NCOC Featured Discussion

Giving thanks to communities on Thanksgiving

November 22, 2010

Thanksgiving is more than just turkey and football and holiday shopping. Sure, it's a time for family to connect, but the original Thanksgiving was much more than that. We think of today's holiday to be a family affair but it didn't start out that way necessarily. According to the Smithsonian Institute, the first celebration occurred in 1621 between the Plymouth colonists and Wampanoag Indians, though it wasn't a national holiday until the 19th century.  The interaction of these two distinct communities in celebration is the epitome of the American melting pot analogy and is a reminder that the identity of this country is strongly shaped by the interaction of Indian Americans and immigrants.

November is American Indian Heritage Month so this week is an ideal time to highlight the importance of service among communities, when the talk is of families at Thanksgiving. The federal government’s Thanksgiving portal has a host of links to recipes, fun facts, as well as information about public service and volunteer opportunities (though you‘ll need to dive a few pages through The 2010 Civic Health Assessment found that 89% of people frequently eat dinner with other members of their household. These tight family bonds, which the holidays promote, lead to more civic and political participation. Volunteering or participating in another form of engagement as a family during Thanksgiving should help both tighten family bonds and get at the heart of the intra-community interaction first celebrated in 1621.

Engaging on the intra-community level pays an homage to the first Thanksgiving and continues the story of the diverse American fabric that is ever-evolving. At NCoC's 2010 Annual Conference, Henry Lozano of the Shinnyo-en Foundation touched upon this important interaction of communities as it relates to the larger civic health of our country. Lozano was speaking about the plight of American Indian communities, who are among the most underserved in our nation. To build healthy Indian communities, as well as healthy American communications, Lozano pressed hard on the interfacing of American Indian with other American communities, “It’s about moving Indian country [its physical location], it’s about moving Indian country, its values, its family values, its traditions and its understanding of basic community out into the general public”.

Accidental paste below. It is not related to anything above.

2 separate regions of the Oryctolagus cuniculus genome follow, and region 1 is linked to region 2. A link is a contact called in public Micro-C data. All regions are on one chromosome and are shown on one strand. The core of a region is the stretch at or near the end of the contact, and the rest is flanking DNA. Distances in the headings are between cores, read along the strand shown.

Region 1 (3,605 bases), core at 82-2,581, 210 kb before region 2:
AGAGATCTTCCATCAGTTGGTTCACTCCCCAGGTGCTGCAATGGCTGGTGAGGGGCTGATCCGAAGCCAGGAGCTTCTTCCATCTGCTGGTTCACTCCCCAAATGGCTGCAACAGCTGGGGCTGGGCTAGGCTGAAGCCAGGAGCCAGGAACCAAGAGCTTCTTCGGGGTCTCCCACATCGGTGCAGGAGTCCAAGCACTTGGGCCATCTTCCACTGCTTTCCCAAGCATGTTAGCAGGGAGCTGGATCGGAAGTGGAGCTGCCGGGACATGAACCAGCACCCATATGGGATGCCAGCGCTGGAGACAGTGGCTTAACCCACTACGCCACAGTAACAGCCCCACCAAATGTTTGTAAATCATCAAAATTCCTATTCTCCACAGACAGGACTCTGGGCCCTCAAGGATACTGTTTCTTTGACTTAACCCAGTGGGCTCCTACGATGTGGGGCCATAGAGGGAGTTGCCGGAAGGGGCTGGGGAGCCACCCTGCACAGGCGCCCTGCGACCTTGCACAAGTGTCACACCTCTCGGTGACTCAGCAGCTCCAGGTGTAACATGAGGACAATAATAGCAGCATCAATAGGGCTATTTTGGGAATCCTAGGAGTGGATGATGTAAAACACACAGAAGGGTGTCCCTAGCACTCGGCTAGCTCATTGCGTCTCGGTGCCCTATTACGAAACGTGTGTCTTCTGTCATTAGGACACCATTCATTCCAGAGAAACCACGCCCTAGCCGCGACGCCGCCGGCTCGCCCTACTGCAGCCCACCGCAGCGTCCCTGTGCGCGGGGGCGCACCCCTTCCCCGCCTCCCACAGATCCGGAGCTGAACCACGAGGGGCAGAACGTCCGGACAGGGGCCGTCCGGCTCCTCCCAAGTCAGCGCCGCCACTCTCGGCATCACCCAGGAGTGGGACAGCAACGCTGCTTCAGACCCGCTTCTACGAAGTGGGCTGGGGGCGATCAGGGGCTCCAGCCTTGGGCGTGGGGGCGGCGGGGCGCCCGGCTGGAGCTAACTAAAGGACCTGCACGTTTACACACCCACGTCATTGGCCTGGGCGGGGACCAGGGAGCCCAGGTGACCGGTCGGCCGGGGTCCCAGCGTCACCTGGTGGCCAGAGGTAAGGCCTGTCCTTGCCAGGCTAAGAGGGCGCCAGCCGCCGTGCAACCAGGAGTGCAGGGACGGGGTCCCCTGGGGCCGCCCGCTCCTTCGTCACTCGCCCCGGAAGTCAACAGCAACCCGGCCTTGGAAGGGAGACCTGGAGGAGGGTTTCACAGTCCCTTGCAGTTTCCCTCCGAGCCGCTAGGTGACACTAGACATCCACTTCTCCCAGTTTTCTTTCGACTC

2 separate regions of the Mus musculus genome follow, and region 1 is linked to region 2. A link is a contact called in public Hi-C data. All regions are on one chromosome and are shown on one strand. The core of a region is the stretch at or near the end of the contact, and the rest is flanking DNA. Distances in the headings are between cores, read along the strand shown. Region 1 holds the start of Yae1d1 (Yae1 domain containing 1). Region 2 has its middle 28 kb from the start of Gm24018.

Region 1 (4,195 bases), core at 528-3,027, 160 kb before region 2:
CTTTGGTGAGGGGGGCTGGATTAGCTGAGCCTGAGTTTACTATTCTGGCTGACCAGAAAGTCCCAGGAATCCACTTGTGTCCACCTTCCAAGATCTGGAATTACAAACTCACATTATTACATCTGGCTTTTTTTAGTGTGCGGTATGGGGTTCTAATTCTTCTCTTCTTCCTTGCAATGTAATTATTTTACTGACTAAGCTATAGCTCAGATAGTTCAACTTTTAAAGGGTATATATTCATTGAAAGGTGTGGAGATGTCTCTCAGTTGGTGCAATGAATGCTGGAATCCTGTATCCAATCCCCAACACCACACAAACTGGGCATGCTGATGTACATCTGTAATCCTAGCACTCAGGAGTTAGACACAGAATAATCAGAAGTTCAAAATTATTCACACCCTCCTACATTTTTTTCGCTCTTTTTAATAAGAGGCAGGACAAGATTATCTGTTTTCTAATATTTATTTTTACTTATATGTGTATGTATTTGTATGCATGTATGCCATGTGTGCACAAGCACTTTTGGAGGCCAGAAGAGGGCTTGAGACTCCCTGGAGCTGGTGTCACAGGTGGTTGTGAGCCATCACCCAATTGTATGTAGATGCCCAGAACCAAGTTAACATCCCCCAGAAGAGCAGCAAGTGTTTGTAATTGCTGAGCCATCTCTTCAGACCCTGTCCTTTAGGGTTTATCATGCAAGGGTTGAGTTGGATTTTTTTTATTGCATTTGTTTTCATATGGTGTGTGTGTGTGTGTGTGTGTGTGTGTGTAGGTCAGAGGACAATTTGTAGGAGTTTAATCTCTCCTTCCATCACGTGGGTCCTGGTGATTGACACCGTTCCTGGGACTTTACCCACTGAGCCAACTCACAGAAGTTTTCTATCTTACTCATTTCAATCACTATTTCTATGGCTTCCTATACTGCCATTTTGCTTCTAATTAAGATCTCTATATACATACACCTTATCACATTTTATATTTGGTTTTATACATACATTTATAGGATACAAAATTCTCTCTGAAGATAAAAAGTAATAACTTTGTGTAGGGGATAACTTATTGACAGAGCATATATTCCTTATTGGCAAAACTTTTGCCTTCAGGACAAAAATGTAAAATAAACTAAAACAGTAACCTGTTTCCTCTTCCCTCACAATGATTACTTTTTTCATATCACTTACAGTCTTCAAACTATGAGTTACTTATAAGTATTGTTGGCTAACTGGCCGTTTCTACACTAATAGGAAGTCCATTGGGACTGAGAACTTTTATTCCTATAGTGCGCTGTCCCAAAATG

Social media and the Internet, generally, are helping to develop a deeper understanding of other communities because of its ability to combine storytelling, action and mass communication into one. Lozano specifically called attention to the Millennial generation for their use of social media as a new type of engagement that bridges the understanding-gap.  What Lozano is arguing for is to move beyond the place-based perspective into the digital perspective - connect with anyone, anywhere and anytime (and without an appointment).  

Families with tighter bonds are the most likely to use the Internet to keep in touch with family and friends (Internet-use is also associated with higher levels of civic and political participation).  

We want to hear from you: What do you think makes online communication the most authentic or engaging?  Will digital storytelling create community bonds in the same way as in-person interactions?

Piece contributed by commentator Karlo Barrios Marcelo, CEO of Karlo Marcelo Consulting, LLC.
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